Jump to content

Welcome to Geeks to Go - Register now for FREE

Geeks To Go is a helpful hub, where thousands of volunteer geeks quickly serve friendly answers and support. Check out the forums and get free advice from the experts. Register now to gain access to all of our features, it's FREE and only takes one minute. Once registered and logged in, you will be able to create topics, post replies to existing threads, give reputation to your fellow members, get your own private messenger, post status updates, manage your profile and so much more.

Create Account How it Works
Photo

Symantec, or not Symantec


  • Please log in to reply

#1
trapjaw76

trapjaw76

    Member

  • Member
  • PipPip
  • 22 posts
So I'm pretty new to computers, and my wife and I just purchased our first, a Dell, a little under a year ago. We bought Norton Internet Security 2005 and it seemed to be doing the trick, along with the Ad-Aware SE I downloaded. However, I came to these forums to get help with a little malware problem that was popping up. Maybe you've heard of that nasty little Winfixer/Winantispyware Vundo crap going around? That hit us hard. Anyways, now that that is fixed (thanks again Kat!) my question is should I use one of the free programs that I've been recommended, like AVG Free? Or stick with Norton and just be more vicious about downloading live updates? Can I use both? :tazz:
  • 0

Advertisements


#2
Retired Tech

Retired Tech

    Retired Staff

  • Retired Staff
  • 20,563 posts
Whichever anti virus solution you use, updates are an integral part of ensuring you PC is protected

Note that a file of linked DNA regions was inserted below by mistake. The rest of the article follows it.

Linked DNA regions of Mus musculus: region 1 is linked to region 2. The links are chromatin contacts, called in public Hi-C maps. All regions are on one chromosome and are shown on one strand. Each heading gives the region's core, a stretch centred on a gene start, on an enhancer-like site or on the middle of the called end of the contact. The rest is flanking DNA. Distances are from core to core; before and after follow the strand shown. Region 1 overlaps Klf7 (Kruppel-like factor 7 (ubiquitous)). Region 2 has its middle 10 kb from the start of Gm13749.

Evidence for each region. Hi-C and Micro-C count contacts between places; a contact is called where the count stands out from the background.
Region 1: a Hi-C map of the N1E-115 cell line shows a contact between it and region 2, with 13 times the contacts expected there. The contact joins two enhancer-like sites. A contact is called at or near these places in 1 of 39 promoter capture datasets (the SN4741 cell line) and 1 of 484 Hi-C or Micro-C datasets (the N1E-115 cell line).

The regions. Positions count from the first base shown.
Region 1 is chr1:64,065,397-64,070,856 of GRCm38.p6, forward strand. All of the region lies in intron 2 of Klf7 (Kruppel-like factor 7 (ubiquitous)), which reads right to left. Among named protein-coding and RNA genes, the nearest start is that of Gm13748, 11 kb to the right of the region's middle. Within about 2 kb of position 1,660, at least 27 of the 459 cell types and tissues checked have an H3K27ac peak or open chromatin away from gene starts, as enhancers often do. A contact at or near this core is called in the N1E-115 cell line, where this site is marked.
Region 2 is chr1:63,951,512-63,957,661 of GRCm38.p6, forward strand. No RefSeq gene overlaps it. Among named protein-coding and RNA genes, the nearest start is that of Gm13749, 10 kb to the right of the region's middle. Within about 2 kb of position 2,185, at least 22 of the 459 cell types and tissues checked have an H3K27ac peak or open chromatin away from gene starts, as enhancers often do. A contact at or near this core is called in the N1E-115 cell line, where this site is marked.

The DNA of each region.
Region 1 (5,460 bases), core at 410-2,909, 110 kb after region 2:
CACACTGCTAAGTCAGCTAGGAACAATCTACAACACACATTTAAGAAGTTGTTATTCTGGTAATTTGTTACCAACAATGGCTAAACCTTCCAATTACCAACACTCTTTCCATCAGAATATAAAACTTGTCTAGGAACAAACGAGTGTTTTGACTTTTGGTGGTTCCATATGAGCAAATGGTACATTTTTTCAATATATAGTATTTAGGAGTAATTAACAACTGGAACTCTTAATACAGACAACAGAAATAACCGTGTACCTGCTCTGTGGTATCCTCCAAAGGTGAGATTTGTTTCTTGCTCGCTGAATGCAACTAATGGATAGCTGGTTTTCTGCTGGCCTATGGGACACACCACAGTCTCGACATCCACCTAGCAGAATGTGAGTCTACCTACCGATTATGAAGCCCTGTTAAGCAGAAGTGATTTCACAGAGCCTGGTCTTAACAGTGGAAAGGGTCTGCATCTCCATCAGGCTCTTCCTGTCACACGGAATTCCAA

• 0

#3
trapjaw76

trapjaw76

    Member

  • Topic Starter
  • Member
  • PipPip
  • 22 posts
I was under the assumption that my Norton was running live updates frequently on it's own, and I would run it at least once a week manually myself. :tazz: I dunno.
  • 0

#4
Retired Tech

Retired Tech

    Retired Staff

  • Retired Staff
  • 20,563 posts
I also thought automatic updates were possible with Norton

You should only have one installed anti virus and one installed firewall programme. If you choose a firewall and anti virus to replace NIS 2005, download them, uninstall Norton Internet security then install the downloaded ones

If you move to the free ones then manual updating is likely

You can look at some of the free ones here

http://www.filehippo...ware/antivirus/

You can also look for a replacement firewall here

http://www.filehippo...ware/firewalls/

Other anti spyware programmes are here

http://www.filehippo...re/antispyware/

4,5 and 6 are worth considering
  • 0

#5
Johanna

Johanna

    The Leather Lady

  • Moderator
  • 3,038 posts
At the risk of ducking rotten vegetable hurled by regulars, I am a satisfied Norton customer. Symantec is about as "idiot proof" as you can get. Whatever you decide, free software or not, as long as you feel comfortable with it and leave it on all the time you are online, you will be ahead of the game.

Johanna
  • 0

#6
wannabe1

wannabe1

    Tech Staff

  • Technician
  • 16,645 posts
trapjaw76

I agree with Czarina...(now hiding under desk in anticipation of hurled veggies) I have IS 2005 on one of my machines and it's working just fine. Make sure your automatic update option is turned on so it stays updated. I also have machines running free AV programs (Avast and AVG) and free firewalls (Zone Alarm and Sygate) and they seem to be doing equally well at protecting the machines.

If you choose to uninstall the Norton product, be careful and read the instructions on the Symantec website carefully before doing so...there have been some serious issues with IS 2005 not uninstallng cleanly if not done exactly as recommended.

wannabe1
  • 0

#7
FreddieKrugerGuy

FreddieKrugerGuy

    Member

  • Member
  • PipPipPip
  • 269 posts
Hi, I'm Freddie.

It is entirely up to you. Alot of people don't like Norton or Mcafee and find the free programs like AVG, Avast and AntiVir better.

I'm one of them. Avast Home does the trick for me. I used AVG a few years ago but it started to give me problems and I switched to Avast.

Norton is probably good, but it's a huge resource hog and uses alot of computer memory.

Freddie
  • 0






Similar Topics

0 user(s) are reading this topic

0 members, 0 guests, 0 anonymous users

As Featured On:

Microsoft Yahoo BBC MSN PC Magazine Washington Post HP